Christian Reformed Church pastors who have started new churches across North America and worldwide are applauding the formation of the Institute for Global Church Planting and Renewal at Calvin Theological Seminary.
Set to start this fall, the institute will offer courses and internships that help students better understand successful approaches to starting new churches.
“The institute presents an opportunity to marry the best of the academy with the best insights and experiences of on-the-job practitioners, a way to learn from each other and a way to equip current students—whether they become church planters or pastors—for their work,” says Kevin Adams, a successful church planter in California.
The primary focus of this institute, approved by the CTS Board of Trustees, will be to train men and women to start new churches and renew struggling churches, especially in multicultural urban centers.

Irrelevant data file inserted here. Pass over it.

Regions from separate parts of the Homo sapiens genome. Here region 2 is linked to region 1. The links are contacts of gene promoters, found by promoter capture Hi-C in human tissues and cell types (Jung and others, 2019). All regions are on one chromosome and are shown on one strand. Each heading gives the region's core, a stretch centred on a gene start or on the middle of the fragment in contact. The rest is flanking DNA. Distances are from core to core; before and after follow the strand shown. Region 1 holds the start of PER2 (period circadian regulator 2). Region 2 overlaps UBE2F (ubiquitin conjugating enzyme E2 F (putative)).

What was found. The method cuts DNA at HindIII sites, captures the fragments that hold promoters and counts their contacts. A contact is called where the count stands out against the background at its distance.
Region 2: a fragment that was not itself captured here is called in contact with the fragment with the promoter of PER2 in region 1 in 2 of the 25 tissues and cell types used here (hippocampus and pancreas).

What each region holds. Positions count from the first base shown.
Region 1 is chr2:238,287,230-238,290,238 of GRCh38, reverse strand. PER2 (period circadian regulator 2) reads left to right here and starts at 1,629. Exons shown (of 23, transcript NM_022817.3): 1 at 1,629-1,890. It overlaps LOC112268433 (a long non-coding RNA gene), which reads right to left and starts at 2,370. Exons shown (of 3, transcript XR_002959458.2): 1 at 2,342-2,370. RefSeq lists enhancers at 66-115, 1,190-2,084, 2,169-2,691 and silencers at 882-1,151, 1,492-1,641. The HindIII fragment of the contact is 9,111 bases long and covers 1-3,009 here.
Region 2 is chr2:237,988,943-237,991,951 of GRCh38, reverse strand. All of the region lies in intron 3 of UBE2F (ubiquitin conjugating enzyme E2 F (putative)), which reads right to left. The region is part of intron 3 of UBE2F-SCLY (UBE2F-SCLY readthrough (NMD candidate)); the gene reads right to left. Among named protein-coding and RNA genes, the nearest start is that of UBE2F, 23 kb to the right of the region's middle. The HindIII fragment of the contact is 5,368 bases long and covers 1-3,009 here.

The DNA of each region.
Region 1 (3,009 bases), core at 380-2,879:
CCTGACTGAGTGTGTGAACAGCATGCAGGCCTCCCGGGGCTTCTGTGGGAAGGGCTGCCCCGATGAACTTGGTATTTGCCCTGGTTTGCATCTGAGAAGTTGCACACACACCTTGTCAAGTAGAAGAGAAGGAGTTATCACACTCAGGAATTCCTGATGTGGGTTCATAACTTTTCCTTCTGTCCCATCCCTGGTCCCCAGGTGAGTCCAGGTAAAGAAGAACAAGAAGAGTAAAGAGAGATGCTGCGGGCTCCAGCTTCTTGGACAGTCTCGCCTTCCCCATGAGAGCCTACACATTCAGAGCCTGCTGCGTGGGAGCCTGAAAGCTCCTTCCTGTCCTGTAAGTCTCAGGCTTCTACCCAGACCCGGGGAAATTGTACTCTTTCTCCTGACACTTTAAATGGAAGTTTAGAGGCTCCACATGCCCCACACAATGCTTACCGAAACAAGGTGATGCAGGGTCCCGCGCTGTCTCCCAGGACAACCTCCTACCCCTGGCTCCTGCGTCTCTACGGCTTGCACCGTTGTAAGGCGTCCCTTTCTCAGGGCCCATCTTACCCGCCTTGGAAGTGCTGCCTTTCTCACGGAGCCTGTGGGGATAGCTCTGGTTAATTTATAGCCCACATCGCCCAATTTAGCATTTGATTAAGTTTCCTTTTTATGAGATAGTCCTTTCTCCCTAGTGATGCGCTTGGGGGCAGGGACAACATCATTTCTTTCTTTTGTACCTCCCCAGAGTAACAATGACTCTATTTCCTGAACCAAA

Besides using CTS resources and tapping church planters in the field, CTS will link with groups and organizations including, but not limited to, the Center for Excellence in Preaching, the Calvin Institute for Christian Worship, the Meeter Center, the Nagel Institute, the Bavinck Institute, and the Timothy Institute.
Creating relationships with a range of educational institutions and making use of online learning are part of the institute’s plan.
Carl Bosma, a professor of Old Testament at CTS and a long-time missionary to Brazil, where he helped to start many new churches and revitalize others, is one of the developers of the institute.
A main idea behind the institute, Bosma says, is that there are so many people "dying to hear the gospel, but there are so few people to tell them about it."
The seminary faculty, says David Rylaarsdam, a professor of historical theology at CTS, “appreciates the perspective of Tim Keller, pastor of Redeemer Presbyterian Church in New York, who says that ‘continual planting of new congregations is the single most crucial strategy for the numerical growth of the body of Christ, the renewal of existing churches, and the overall impact of the church on the culture of any city.’”